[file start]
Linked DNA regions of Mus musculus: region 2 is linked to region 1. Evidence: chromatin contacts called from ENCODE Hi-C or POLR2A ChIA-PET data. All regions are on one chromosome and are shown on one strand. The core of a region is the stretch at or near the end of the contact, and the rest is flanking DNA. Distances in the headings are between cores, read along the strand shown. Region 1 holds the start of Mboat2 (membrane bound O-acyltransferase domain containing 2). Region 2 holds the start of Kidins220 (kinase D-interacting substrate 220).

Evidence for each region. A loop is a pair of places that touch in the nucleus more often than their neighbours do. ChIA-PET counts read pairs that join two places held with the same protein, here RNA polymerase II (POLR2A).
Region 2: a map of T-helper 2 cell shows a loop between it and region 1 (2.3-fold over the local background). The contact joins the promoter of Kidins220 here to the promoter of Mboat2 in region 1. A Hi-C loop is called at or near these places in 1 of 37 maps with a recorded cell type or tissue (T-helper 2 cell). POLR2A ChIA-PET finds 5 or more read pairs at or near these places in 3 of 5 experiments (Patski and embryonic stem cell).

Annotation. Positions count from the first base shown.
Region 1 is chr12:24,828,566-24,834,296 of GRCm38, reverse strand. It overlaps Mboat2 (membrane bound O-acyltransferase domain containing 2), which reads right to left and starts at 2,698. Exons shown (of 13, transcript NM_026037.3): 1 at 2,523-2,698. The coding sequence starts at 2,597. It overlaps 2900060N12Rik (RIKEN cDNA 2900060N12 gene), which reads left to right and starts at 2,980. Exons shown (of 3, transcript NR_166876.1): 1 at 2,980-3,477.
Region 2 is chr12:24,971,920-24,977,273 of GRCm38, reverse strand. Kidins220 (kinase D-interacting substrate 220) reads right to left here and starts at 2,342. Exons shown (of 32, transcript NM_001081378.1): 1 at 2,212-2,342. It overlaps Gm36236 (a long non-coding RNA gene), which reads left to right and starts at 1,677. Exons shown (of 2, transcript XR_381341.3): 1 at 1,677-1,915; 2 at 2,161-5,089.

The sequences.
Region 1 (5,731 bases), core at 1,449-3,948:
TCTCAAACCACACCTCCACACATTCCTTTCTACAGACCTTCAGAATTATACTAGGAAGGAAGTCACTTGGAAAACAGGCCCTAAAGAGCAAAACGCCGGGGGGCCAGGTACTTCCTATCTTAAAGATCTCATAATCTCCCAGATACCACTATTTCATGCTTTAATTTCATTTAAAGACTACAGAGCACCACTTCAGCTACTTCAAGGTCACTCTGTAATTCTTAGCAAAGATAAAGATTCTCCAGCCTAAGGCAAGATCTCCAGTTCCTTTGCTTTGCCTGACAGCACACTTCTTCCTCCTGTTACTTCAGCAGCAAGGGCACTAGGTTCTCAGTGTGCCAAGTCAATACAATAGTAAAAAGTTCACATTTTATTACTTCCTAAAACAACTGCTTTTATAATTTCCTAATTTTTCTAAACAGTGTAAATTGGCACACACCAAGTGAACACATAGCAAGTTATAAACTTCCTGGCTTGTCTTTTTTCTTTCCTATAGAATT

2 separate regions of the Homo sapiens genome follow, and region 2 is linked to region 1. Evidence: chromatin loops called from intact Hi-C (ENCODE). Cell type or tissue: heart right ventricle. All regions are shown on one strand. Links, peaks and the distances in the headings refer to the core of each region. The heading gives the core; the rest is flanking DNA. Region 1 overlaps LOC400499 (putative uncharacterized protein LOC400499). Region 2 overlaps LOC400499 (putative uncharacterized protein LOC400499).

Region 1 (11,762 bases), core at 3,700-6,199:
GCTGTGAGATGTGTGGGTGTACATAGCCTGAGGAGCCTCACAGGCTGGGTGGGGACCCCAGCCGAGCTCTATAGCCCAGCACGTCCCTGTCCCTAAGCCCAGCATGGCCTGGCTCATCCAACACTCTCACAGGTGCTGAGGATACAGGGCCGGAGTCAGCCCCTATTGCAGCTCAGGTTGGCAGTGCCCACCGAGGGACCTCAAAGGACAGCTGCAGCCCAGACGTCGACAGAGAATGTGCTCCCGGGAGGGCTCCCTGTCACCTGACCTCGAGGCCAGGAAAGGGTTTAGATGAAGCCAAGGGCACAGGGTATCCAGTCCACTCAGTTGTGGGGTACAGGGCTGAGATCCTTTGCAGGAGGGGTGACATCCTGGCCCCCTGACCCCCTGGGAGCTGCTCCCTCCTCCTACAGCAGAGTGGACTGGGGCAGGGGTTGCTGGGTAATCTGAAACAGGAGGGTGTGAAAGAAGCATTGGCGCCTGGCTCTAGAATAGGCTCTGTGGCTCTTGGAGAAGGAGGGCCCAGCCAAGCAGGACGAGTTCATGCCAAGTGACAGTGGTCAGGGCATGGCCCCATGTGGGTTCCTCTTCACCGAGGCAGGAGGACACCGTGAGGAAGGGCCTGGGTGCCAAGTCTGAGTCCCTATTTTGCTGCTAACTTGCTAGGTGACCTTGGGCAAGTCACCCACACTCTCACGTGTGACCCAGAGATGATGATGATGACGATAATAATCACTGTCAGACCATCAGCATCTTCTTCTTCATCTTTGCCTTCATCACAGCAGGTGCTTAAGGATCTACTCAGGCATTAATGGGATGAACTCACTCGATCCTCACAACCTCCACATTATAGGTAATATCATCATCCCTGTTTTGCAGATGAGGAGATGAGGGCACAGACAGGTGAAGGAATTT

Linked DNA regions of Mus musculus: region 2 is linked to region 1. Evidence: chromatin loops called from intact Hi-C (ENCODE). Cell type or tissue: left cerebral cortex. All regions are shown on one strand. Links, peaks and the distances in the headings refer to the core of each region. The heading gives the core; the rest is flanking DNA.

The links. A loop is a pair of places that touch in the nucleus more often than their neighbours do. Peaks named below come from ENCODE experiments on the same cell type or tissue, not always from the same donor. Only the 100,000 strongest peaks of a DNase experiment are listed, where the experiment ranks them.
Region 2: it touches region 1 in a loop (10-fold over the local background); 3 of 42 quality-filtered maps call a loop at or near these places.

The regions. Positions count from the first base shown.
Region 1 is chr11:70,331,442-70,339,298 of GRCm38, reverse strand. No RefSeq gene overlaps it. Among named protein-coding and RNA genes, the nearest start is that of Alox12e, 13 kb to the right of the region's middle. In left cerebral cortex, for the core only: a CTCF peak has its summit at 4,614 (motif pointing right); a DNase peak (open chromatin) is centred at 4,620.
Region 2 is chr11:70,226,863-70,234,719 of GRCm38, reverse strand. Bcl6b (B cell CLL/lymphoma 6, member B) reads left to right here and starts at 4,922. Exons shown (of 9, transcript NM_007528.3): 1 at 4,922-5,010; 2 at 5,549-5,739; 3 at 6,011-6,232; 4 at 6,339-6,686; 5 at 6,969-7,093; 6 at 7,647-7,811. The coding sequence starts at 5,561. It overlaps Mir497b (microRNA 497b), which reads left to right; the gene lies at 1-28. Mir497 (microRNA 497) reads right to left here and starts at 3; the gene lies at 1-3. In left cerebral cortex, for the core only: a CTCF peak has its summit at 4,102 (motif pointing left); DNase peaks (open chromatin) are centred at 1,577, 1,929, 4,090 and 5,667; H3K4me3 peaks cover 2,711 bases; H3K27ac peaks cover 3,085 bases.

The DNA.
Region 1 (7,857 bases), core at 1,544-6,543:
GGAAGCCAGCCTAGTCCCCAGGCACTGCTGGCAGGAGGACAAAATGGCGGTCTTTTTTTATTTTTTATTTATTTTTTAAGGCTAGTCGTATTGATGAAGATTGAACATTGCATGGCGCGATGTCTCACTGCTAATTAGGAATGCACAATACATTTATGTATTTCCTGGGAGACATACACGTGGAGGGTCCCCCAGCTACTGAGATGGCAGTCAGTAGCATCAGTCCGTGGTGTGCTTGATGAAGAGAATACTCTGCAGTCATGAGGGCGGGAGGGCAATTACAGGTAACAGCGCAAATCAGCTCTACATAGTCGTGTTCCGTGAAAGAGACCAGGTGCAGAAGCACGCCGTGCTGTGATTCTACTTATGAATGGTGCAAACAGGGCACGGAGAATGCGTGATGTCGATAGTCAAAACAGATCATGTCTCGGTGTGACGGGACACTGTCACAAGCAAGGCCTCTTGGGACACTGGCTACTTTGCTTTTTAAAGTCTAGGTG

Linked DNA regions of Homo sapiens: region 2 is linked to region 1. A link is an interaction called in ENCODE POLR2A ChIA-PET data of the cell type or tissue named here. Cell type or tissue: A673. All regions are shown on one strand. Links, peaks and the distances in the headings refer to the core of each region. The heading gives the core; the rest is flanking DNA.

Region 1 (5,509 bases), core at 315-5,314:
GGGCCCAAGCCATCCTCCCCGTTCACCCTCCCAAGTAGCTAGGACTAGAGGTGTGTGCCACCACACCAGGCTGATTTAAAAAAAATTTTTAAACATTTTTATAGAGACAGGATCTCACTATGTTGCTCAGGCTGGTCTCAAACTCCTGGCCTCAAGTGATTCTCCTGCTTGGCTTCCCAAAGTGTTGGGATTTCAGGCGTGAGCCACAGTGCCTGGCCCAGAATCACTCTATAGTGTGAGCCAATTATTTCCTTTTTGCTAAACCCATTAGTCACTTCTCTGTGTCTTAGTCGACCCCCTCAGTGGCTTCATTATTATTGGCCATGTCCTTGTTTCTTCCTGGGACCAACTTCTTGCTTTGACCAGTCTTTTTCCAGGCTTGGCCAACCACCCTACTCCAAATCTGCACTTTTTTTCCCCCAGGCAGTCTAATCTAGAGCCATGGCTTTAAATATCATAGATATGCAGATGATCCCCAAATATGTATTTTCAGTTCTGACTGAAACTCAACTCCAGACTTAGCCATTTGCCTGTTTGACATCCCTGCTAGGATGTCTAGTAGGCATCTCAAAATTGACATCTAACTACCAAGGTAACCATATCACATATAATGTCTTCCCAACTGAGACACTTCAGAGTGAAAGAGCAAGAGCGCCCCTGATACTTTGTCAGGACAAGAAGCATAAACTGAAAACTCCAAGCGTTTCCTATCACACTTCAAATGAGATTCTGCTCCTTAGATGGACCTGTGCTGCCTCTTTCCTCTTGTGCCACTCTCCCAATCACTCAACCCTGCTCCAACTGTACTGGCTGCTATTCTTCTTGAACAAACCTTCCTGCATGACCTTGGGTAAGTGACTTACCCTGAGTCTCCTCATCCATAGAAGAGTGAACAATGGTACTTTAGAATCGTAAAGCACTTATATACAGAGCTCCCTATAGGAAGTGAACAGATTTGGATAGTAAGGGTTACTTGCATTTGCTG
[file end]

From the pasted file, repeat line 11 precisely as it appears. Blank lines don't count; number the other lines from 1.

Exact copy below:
Region 1 (11,762 bases), core at 3,700-6,199: